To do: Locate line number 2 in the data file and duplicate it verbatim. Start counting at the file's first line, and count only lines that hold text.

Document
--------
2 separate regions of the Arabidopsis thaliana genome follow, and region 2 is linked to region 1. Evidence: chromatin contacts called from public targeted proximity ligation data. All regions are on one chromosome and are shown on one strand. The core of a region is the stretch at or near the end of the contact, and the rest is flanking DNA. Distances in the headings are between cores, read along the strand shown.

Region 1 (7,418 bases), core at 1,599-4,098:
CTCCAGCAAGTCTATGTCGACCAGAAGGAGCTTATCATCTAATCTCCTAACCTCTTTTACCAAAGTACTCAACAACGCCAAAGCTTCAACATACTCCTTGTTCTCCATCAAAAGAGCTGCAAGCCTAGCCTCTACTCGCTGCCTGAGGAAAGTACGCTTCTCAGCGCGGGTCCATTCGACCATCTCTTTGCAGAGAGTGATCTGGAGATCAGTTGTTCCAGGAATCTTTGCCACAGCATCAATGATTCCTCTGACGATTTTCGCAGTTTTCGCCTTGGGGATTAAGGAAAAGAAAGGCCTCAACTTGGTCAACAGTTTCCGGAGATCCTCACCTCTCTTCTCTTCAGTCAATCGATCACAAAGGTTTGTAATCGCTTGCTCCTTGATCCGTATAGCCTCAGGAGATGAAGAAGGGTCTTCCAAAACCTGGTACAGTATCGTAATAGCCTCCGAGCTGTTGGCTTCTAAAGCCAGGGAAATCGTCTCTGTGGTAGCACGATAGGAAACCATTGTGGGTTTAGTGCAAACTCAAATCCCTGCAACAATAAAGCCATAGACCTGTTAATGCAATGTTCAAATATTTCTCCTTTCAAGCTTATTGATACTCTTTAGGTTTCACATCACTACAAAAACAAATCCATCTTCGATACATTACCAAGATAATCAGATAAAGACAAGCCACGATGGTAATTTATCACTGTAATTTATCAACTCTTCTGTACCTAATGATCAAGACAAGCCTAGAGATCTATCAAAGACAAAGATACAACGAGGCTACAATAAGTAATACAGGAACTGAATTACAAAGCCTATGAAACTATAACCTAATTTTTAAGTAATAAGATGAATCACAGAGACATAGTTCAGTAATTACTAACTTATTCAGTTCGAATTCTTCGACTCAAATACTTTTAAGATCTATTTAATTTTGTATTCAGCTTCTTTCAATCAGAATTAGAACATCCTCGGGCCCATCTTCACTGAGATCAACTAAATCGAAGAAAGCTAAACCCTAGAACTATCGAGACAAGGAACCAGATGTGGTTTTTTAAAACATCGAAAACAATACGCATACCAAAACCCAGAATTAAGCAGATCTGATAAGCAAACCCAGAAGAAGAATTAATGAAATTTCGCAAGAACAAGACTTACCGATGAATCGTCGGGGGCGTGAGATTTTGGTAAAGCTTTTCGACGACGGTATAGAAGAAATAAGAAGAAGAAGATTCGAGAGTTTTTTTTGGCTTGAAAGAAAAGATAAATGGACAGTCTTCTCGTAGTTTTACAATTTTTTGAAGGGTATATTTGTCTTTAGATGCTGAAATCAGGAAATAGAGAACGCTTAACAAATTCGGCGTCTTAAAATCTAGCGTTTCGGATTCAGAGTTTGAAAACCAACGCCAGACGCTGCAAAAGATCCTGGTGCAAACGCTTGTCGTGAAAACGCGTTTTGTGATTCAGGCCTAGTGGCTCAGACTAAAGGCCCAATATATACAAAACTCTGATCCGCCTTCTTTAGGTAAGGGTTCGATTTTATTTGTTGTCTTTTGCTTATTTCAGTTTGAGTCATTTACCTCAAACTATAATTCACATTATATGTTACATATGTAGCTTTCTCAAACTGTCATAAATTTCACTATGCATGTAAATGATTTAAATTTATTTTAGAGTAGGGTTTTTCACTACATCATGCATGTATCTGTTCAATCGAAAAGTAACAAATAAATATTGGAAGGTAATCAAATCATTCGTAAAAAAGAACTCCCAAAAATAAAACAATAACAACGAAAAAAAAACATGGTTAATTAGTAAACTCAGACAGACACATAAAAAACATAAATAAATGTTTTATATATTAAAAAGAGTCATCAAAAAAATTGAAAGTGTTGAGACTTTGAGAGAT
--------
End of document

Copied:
Region 1 (7,418 bases), core at 1,599-4,098: